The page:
On January 4th a large sustained increase in legitimate user traffic overwhelmed an internal database resulting in hours of cumulative downtime. Subsequent hardware upgrades, software optimizations and improved monitoring have since restored full operation and better prepared us for future surges in traffic.
- 10:15 - Response times increase and on-call engineers are paged.
- 11:00 - On-call engineers begin dropping a subset of traffic to reduce queuing and restore normal operations on a primary database.
- 12:15 - Now under normal load, primary database are failed over to warm secondaries.
- 13:00 - New database indices are built to optimize and prepare to restore normal operations.
- 13:15 - Normal operations are restored and team continues to optimize usage.
January 5th - morning
- 05:15 - Response times increase and on-call engineers are paged by newly introduced early monitoring tools.
- 05:45 - Service is gracefully degraded to prevent a full outage for authenticated users.
- 06:00 - Response times begin to return to normal levels.
January 5th - evening
- 18:45 - Service is again gracefully degraded to minimize load during a scheduled upgrade to larger secondaries.
- 19:00 - Secondaries are not sufficiently warmed and rollover is eventually aborted.
- 20:30 - Normal operations are restored and we begin working a more efficient rollover procedure.
- 10:00 - Our initial plan to warm new hardware by streaming data from a primary to a secondary is projected to take ~72 hours. We decide shortcut this process by copying data directly from a high PIOPS EBS snapshot to a locally attached SSD on the new box, bringing the warming time down to 15 hours.
- 13:00 - Using new database warming procedure to ensure primary indexes are in RAM and newly replicated high performance secondary, the final and most impactful planned upgrade is completed to restore full service.
During this traffic increase, we saw a sustained increase in legitimate user traffic and one primary database was not prepared to scale to meet this load. This database acted as chokepoint in performance that resulted in a complete public outage of coinbase.com.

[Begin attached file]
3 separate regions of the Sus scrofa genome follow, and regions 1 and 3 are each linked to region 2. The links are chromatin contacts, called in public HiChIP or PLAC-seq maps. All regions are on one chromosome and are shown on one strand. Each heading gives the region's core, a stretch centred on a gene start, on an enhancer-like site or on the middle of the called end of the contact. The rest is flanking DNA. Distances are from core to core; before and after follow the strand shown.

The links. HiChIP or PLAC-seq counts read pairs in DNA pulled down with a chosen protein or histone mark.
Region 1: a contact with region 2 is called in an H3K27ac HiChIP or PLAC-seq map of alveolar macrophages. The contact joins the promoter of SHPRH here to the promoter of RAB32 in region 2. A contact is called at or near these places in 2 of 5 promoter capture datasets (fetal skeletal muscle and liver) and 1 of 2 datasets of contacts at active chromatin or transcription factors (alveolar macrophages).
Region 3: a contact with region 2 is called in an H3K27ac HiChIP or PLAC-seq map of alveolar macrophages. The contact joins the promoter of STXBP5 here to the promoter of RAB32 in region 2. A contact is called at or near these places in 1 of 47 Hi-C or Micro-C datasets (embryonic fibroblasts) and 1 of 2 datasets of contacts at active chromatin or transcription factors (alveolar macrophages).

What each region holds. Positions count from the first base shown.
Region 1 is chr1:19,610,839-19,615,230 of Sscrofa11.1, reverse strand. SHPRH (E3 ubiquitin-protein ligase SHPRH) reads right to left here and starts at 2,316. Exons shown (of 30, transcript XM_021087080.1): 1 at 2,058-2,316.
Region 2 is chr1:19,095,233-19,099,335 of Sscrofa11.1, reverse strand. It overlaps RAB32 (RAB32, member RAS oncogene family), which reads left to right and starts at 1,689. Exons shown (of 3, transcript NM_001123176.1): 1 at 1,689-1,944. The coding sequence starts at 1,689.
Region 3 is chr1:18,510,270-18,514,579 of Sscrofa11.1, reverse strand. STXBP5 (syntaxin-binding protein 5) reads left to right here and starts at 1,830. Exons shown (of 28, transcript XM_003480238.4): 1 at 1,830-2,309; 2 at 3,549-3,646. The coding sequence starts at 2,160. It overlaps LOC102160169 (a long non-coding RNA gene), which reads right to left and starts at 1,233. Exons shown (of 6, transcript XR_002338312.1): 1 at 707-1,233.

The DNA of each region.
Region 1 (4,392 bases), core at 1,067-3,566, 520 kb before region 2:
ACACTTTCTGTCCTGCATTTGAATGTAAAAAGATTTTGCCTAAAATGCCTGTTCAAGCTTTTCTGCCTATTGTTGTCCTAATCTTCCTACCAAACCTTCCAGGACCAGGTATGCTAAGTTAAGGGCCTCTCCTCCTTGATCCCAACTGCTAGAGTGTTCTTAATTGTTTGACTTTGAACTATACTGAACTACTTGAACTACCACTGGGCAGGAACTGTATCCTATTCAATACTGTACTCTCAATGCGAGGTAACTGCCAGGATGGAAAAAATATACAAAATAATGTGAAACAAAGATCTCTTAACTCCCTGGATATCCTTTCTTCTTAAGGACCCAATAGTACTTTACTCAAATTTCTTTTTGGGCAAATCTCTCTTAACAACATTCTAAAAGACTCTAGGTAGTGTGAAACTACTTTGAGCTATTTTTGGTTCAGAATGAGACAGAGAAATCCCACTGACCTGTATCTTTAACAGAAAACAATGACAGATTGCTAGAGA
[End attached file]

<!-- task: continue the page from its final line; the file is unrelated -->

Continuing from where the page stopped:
Though scaling our databases is a normal operation that we’re prepared to execute without interruption, we weren’t prepared for such a large, sudden increase in traffic. In the past we’ve planned in advanced for upgrades where new instances have had ample time to warm over many days. We weren’t prepared to manually expedite this warming resulting in our second outage, and our final upgrade took over 15 hours to migrate and warm indices.
Since the start of this outage we’ve improved problematic systems and better prepared for future incidents:
- Scale: We’ve upgraded our clusters from network attached storage to locally attached SSDs resulting in a ~20x decrease in latency on some operations. Vertically scaling our systems is however a short term win. We’re now working on better separating concerns by scaling horizontally and upgrading to more efficiently designed systems. Running on this new hardware across all of Coinbase’s Web & API tier we’re now clocking 35% faster response times.
- Optimization: We’ve reviewed our least efficient queries and worked with the team to either refactor offending code or build new indices to minimize contention and expensive operations that scaled poorly.
- Monitoring & Alerting: New monitoring on request volume and response times along with earlier alerting has been implemented to better identify future spikes and minimize future escalations resulting in a full outage.
- Access: Our top priority at Coinbase is security and we emphasize least privilege. With our consensus model we’ve struck a good balance to empower users, but during this incident we identified and remediated several systems that the team either didn’t have access to or weren’t yet comfortable using.
- Graceful Degradation: Going into this incident, we relied on several slow-to-enable anti-DDoS & deployable configuration settings to degrade services that extended the duration and impact of this outage. We’ve since developed the ability to rapidly update & much more gracefully degrade services without locking out customers.
- Readiness: Working through this incident gave new team members a (very public) chance to run through our incident response process and identify gaps in tooling, training and documentation. One of our engineering principles is to “always leave it better than you found it” and we’re working through a backlog now that we’ll be exercising through our regular tabletops and simulations.
The top strategic priority of Coinbase is to provide a secure service to our customers. This often means we prioritize spending time on new security tools over focusing on high availability. As the digital currency market grows and so too does our engineering team, we’ve started investing more heavily in the reliability and availability of our systems. As we ship more of these improvements in ‘17 we’re looking forward to providing a better experience across our services.
If you’re excited about building fast-growing, high quality systems at scale, we’d like to hear from you!
Please note: We’re hiring engineers (both in our San Francisco office and remote anywhere in the world). If you’re interested in speaking with us about a role we’ve set up a coding challenge that you can take in about 30–45 minutes. You can also apply through our careers site if you prefer to start the conversation that way.